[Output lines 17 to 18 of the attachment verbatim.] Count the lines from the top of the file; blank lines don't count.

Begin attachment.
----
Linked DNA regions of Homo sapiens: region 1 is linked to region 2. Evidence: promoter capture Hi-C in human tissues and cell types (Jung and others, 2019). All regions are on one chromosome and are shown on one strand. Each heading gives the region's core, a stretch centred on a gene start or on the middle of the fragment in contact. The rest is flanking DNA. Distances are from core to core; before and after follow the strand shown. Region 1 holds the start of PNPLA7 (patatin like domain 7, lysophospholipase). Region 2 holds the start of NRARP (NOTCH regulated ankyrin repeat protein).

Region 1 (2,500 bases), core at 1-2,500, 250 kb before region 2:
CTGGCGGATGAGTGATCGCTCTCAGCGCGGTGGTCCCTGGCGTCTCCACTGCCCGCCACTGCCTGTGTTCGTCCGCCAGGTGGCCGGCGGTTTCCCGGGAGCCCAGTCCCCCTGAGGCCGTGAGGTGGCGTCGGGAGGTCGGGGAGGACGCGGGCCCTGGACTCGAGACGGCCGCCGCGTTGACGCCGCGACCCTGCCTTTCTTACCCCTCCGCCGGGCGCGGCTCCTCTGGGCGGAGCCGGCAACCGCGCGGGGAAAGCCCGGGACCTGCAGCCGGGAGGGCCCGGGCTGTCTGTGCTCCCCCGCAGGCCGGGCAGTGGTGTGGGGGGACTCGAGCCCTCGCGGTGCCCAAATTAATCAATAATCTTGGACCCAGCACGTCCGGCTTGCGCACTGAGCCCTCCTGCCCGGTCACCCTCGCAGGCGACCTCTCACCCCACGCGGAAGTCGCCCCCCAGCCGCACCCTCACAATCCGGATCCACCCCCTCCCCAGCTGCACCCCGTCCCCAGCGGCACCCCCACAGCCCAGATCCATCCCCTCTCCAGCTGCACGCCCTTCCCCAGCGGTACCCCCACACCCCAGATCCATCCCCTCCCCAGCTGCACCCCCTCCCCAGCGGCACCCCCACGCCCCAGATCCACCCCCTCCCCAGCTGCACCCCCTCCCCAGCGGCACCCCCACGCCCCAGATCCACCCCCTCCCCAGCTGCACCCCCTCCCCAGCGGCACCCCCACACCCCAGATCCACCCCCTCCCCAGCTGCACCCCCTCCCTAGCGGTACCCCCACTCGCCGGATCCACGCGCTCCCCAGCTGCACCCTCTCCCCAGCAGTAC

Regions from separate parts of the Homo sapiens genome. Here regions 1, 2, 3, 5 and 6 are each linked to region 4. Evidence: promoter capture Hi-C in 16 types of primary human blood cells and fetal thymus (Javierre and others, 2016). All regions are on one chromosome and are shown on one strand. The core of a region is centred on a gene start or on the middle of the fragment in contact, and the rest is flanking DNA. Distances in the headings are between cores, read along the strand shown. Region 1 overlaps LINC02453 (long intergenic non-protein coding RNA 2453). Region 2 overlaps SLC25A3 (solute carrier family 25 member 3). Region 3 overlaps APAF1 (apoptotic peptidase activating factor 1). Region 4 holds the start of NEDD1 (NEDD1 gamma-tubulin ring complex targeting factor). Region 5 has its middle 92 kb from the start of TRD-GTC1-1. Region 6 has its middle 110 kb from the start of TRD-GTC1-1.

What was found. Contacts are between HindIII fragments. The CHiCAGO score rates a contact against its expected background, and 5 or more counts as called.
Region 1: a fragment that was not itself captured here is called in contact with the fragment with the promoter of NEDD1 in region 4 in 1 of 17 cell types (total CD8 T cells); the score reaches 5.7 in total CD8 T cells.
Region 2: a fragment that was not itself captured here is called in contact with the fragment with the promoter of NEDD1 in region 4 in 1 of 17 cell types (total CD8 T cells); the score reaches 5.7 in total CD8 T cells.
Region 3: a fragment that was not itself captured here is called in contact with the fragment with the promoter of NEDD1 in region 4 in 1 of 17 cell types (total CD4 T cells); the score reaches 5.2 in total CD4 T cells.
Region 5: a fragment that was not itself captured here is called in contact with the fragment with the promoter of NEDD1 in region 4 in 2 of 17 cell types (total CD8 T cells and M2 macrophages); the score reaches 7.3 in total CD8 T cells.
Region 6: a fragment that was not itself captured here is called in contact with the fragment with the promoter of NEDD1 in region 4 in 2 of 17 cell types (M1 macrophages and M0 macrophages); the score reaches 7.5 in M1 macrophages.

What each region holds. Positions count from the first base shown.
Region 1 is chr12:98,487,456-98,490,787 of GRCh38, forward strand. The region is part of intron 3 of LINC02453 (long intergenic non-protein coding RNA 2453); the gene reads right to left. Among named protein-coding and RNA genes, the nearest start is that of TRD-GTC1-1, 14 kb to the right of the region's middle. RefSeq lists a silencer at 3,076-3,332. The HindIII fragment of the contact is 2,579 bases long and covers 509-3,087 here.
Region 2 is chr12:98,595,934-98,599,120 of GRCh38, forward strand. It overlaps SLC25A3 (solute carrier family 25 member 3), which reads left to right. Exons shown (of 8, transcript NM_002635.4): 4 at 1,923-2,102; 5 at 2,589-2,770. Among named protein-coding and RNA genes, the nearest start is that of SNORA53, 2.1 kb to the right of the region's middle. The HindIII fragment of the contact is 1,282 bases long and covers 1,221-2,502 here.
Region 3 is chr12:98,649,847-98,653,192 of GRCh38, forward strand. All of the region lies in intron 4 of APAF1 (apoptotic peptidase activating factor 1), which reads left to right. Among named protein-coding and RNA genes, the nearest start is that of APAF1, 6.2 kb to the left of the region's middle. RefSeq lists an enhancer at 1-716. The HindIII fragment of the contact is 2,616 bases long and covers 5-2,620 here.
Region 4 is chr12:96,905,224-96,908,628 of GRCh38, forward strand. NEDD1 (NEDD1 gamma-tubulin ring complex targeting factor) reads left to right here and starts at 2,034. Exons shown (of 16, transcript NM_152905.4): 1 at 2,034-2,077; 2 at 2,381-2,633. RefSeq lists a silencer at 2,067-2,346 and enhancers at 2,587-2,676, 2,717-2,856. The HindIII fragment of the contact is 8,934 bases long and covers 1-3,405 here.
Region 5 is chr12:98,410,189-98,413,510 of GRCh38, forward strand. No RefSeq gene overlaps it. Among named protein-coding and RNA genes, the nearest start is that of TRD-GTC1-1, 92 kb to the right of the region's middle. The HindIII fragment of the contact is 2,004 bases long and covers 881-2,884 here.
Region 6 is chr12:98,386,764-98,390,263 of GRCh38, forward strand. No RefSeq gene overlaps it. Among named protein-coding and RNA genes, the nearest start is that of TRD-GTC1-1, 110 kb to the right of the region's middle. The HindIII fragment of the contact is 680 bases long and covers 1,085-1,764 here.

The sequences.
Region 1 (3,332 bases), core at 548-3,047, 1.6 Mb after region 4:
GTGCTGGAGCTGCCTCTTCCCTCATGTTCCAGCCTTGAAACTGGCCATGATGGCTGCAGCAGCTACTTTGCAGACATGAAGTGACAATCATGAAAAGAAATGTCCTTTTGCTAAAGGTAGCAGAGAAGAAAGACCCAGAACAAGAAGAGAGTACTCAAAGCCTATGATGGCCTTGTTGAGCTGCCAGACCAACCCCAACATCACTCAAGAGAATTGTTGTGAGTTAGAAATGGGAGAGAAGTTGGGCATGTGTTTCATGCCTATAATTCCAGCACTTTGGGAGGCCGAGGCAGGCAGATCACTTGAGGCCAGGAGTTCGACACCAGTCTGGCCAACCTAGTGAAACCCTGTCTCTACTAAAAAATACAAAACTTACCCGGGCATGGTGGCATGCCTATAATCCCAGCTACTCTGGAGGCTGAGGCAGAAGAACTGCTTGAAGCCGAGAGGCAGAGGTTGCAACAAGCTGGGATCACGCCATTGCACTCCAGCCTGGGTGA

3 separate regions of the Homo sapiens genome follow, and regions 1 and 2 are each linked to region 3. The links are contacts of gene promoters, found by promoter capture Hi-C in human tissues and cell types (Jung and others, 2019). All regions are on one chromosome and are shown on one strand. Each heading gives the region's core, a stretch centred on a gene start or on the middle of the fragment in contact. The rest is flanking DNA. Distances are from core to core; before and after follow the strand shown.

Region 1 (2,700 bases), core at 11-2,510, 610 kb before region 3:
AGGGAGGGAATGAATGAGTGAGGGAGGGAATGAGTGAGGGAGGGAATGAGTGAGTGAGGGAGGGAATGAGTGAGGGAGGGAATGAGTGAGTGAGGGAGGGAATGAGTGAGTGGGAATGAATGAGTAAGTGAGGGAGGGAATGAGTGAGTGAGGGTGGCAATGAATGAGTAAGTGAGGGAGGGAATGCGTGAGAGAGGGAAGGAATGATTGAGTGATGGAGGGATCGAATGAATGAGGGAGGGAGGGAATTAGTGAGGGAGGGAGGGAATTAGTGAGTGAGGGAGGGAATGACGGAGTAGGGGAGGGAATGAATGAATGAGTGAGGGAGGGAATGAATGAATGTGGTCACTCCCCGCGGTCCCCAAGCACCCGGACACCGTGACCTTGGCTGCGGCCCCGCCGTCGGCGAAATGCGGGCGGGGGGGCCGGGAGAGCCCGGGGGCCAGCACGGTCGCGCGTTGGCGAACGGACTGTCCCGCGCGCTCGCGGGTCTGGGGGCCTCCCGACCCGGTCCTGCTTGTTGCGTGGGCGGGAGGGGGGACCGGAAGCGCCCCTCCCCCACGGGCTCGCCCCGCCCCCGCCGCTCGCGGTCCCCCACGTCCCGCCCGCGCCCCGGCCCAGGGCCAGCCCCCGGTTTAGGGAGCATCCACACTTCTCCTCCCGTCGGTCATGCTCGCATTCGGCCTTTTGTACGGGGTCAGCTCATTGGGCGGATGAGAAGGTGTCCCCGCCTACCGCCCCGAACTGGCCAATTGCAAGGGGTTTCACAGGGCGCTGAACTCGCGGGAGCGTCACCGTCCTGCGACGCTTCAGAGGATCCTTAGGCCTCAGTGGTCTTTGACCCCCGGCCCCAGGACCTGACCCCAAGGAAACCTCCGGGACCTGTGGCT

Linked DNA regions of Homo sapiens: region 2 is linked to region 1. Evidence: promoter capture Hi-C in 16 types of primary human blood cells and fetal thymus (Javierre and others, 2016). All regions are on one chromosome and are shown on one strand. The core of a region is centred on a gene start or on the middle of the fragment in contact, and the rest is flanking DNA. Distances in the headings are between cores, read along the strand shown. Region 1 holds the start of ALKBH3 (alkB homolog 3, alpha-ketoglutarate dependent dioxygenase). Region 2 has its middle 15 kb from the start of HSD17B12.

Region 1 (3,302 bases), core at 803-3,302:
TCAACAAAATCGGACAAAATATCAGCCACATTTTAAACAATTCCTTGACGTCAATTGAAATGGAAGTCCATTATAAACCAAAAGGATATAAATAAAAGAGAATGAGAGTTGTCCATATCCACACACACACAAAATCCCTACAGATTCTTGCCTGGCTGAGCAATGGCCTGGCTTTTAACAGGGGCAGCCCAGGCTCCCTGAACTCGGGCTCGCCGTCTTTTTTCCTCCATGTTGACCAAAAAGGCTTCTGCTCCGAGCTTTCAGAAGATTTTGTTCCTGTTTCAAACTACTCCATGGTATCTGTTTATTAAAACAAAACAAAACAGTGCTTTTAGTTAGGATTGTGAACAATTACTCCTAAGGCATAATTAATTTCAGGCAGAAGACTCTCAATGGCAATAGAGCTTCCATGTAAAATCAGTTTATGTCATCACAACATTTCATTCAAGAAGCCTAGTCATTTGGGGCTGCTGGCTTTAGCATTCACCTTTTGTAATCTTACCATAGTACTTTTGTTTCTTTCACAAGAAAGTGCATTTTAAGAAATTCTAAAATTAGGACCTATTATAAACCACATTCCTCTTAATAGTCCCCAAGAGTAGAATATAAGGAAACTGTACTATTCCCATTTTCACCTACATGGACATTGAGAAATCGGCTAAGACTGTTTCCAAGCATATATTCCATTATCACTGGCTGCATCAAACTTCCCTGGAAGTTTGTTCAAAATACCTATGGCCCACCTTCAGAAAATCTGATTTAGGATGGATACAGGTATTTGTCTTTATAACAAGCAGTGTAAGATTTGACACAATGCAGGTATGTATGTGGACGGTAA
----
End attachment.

Region 6 is chr12:98,386,764-98,390,263 of GRCh38, forward strand. No RefSeq gene overlaps it. Among named protein-coding and RNA genes, the nearest start is that of TRD-GTC1-1, 110 kb to the right of the region's middle. The HindIII fragment of the contact is 680 bases long and covers 1,085-1,764 here.

The sequences.